A: That’s hard to say since the trips were so diverse – hiking through Quttinirpaaq, the world’s second most northerly national park on Ellesmere Island, spending a month on an icebreaker, and kayaking around icebergs off Baffin Island spotting pods of narwhal and beluga whales. Bumping over sea ice by dogsled on a walrus hunt and watching Inuit printmakers and sculptors creating world-class art in the no-frills hamlet of Cape Dorset. Wild blueberry picking on the tundra and laughing with a group of elderly Inuit ladies and kids, each of whom had a wicked sense of humour. Building my first igloo and then sleeping in it.



Walrus on an ice floe off Igloolik / Photo by Margo Pfeiff


Q: What do you make a point of packing when you go?

A: The most important item for me travelling to Nunavut in summer is airplane eye patches for sleeping. I find it impossible to be sleepy when the sun is shining – even if it’s midnight or 2 am! Anything even remotely close to 24-hour light messes with your inner clock and you’ll find yourself with inexplicable jet lag in your own time zone. Also, with everything flown or sea-lifted in, luxury and heavy items are very costly and rare, even in Iqaluit. I never leave home without several bars of my favourite Swiss chocolate (I bring extras as they are also greatly appreciated gifts for locals), a bag of roasted nuts to nibble on and a handful of my can’t-live-without English breakfast tea bags.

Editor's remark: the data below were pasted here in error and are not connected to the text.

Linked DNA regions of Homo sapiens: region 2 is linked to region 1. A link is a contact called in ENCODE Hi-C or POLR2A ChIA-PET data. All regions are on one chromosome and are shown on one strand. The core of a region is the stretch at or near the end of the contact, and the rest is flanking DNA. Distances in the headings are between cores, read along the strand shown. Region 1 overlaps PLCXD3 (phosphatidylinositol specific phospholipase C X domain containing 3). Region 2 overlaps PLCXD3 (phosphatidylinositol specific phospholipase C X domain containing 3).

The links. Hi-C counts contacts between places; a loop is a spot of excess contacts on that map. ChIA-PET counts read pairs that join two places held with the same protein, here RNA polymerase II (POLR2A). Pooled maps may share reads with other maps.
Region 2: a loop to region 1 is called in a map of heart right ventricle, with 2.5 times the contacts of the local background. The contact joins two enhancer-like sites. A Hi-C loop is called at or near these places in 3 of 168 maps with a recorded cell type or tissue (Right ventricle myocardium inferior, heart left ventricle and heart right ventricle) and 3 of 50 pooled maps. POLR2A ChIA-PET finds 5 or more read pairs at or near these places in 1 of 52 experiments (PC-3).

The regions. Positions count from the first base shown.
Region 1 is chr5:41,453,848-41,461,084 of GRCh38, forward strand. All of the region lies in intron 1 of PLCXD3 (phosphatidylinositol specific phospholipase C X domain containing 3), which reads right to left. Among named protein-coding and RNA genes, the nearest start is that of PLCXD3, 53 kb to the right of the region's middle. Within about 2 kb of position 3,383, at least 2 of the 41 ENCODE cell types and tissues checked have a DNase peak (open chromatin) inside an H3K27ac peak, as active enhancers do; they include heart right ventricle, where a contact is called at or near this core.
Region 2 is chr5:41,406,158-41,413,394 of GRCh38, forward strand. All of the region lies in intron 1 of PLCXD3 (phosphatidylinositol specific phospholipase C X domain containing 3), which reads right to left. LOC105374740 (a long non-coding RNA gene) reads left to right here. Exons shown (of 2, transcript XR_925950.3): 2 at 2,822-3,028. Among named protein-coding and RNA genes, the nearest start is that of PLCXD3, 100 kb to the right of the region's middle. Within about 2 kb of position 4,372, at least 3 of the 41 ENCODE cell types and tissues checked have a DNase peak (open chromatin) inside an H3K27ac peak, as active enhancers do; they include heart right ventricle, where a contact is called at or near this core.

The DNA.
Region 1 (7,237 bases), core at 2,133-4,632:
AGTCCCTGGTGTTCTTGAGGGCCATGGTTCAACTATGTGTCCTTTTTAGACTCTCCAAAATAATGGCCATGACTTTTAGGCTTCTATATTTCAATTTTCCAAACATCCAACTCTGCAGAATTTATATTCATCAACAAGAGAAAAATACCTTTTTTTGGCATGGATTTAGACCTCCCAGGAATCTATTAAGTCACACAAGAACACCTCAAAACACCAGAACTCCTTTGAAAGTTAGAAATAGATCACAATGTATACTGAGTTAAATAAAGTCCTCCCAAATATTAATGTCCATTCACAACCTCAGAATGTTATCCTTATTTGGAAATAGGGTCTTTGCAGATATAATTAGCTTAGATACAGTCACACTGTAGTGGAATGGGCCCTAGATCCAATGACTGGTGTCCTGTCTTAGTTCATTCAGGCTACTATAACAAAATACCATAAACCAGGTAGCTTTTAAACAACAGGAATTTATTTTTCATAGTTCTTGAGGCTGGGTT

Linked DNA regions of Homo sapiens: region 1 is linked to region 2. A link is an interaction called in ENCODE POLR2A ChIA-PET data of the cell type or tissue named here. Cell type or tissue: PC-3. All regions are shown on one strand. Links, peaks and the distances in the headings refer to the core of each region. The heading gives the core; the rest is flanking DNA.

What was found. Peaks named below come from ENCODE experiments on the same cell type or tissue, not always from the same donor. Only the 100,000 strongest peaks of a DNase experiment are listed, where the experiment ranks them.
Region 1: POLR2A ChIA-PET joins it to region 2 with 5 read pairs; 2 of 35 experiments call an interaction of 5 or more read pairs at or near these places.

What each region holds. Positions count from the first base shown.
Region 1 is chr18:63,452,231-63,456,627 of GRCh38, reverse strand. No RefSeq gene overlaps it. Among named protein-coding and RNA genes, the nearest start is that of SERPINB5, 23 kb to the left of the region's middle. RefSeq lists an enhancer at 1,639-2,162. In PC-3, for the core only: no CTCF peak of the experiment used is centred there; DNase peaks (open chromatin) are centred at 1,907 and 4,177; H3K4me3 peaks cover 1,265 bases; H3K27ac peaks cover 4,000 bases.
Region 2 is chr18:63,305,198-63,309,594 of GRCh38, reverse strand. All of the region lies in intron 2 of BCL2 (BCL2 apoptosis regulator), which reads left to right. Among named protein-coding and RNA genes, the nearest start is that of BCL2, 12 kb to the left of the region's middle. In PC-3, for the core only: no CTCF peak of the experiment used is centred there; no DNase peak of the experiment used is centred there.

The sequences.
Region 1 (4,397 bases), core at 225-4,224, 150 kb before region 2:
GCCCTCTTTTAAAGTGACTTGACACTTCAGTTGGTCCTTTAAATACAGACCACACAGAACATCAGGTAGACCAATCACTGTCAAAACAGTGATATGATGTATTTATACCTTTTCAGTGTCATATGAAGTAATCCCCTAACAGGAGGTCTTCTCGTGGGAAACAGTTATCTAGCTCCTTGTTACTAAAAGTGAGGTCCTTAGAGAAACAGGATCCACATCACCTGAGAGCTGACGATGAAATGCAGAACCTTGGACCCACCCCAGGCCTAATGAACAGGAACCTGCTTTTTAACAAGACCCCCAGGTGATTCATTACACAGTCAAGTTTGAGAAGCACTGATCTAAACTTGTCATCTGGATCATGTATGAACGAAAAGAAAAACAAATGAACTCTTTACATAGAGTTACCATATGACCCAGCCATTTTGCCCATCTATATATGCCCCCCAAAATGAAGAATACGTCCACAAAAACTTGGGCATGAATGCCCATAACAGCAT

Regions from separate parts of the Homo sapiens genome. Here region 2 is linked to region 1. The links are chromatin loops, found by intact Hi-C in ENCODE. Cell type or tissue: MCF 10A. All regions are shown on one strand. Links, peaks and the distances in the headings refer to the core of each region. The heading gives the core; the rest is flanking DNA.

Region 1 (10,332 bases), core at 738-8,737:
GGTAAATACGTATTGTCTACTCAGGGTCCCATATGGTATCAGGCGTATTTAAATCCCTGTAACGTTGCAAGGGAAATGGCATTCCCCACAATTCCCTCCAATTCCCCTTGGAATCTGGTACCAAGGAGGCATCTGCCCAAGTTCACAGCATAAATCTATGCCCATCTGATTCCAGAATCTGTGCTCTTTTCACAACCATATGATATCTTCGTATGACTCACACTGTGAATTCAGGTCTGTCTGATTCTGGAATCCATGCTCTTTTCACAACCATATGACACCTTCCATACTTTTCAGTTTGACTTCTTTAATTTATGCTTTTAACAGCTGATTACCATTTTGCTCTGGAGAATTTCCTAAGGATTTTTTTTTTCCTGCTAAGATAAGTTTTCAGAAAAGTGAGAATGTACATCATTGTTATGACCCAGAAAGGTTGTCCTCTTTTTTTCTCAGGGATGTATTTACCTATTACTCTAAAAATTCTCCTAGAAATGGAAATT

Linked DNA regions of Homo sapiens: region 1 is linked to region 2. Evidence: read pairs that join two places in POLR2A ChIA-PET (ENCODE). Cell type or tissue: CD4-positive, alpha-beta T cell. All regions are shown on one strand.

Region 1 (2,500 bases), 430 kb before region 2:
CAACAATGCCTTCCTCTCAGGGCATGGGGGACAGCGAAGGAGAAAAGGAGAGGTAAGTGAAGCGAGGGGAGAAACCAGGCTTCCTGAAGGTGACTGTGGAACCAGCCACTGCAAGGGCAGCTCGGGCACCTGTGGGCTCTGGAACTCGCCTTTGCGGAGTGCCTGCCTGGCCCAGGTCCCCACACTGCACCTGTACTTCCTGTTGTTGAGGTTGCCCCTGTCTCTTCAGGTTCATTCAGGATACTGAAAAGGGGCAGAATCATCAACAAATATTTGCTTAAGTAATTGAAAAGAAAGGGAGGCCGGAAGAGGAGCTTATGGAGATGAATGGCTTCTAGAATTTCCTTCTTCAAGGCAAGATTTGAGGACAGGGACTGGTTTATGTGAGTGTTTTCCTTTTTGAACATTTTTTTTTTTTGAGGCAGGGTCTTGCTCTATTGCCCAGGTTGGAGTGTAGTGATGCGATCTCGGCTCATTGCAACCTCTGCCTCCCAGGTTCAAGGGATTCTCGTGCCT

Photo by Margo Pfeiff

The skyline of Igloolik near midnight on a long summer’s day / Photo by Margo Pfeiff


Q: Has the Arctic changed you, and if so, how?

A: Absolutely! In many ways. It can be a harsh and unforgiving environment for those who don’t know what they are doing. By doing soft adventure trips like kayaking and hiking in both summer and winter I gradually learned how to live with and enjoy the environment – how to dress in various extreme conditions, keeping dry and warm, reading the often quick-changing weather to stay safe. It has put me much more in tune with myself and with my surroundings, even after I return South.

I now understand how Inuit are so comfortable and drawn to being “on the land” where there is a strong sense of inner peace. Also, their resilience as nomadic people undergoing massive cultural changes is remarkable — going from igloos and sod houses to iPads in one generation! I always come away from the Arctic filled with awe and inspiration.



Eric and Sarah McNair-Landry bring the dogs home in Iqaluit / Photo by Margo Pfeiff


Q: How would you advise a first-time visitor to explore Nunavut?

A: Travelling around Nunavut is expensive and often complicated as there are no roads between communities or connecting the territory to Southern Canada. I would recommend Arctic cruises which have become very popular in recent years as they provide a floating hotel that hopscotches between communities and offers opportunities to see dramatic, remote scenery as well as wildlife en route. Usually there are also knowledgeable Inuit and Northern experts in a wide variety of fields on board for passengers to mingle with.

For the more adventurous, I’d recommend a floe edge trip at the beginning of the sea ice break-up in spring off Northern Baffin Island. Travel by snowmobile-drawn sleds to the edge of the ice where whales, seals, polar bears and seabirds gather in a feeding frenzy after a long winter. Camp out comfortably in tents on the frozen sea; a high level of fitness is not required. It’s truly an Arctic safari!